Of course, if we are to be successful in living a purpose driven life we need to identify important goals upon which to fix our attention. How do we determine the value, or importance, of the many goals we might focus upon? I think that is done by developing a set of priorities that are harnessed to moral truths.

I know that absolute moral truth is not a popular concept in today’s world. But when we lack conviction that our goals are wedded to the foundations of what is good and right, it becomes easy to lose focus. Persistence in the face of mounting obstacles can feel impossible. Moral conviction roots us to our goals.

Wilberforce, for example, was convinced of the moral truth that slavery was evil. Because of that conviction he unflinchingly toiled for over 25 years to outlaw slavery within the British Empire… and succeeded.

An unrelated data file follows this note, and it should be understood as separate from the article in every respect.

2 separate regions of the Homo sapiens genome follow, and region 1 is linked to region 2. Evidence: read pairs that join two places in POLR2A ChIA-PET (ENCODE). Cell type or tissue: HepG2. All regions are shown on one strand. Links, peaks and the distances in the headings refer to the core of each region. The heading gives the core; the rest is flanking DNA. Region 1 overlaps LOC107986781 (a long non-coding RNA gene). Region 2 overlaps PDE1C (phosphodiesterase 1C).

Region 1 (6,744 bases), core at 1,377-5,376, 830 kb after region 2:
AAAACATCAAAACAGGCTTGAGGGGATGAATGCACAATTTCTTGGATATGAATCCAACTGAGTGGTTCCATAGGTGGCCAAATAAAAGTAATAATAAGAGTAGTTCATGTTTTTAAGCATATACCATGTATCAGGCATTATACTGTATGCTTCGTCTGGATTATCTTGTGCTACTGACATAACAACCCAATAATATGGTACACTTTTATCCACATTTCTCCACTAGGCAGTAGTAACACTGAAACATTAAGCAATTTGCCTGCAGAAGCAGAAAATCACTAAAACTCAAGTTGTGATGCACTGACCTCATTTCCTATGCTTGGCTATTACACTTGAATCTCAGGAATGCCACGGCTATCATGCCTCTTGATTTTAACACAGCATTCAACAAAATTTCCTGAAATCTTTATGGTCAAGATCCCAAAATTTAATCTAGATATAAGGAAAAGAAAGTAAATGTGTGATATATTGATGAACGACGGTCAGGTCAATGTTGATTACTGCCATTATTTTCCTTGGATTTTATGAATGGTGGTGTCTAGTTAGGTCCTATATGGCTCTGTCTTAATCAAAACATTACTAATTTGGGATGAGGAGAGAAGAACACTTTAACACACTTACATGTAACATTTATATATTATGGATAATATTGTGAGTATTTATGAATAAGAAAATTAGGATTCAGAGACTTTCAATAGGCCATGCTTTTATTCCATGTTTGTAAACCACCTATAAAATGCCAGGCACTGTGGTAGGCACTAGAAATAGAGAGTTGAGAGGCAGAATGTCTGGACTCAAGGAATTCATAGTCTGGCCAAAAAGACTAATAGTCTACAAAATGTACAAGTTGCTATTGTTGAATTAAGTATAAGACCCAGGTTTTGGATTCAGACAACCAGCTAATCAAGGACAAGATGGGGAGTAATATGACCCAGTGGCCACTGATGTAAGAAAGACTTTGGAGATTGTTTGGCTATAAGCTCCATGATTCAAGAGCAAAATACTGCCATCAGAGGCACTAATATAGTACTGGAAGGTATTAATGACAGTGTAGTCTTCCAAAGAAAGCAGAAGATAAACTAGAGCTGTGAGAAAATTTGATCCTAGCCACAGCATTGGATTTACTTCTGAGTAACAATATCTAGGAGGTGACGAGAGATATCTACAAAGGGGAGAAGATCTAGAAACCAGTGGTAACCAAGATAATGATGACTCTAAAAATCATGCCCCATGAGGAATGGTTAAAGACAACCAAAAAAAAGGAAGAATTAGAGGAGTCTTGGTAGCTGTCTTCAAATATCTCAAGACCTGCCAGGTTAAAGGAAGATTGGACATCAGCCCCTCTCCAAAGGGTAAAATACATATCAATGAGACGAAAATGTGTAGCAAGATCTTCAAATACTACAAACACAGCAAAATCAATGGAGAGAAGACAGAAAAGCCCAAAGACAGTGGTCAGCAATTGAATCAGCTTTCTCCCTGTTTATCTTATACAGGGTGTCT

Intentionality and moral conviction are essential building blocks of purposeful living.

Do you have an example or story in your own life of how your pain helped to guide you to finding your life’s purpose?

One struggle that I mentioned earlier involved realizing that a career in medicine was not in my future. This was extremely disappointing, but it also had the happy impact of causing me to rethink the goals I had formed as a teen. It struck me that perhaps the teenage version of myself really wasn’t the best person to be directing career choices for the adult version of myself. This led me to look anew at how best I could use my energies and skills to make a difference in the world.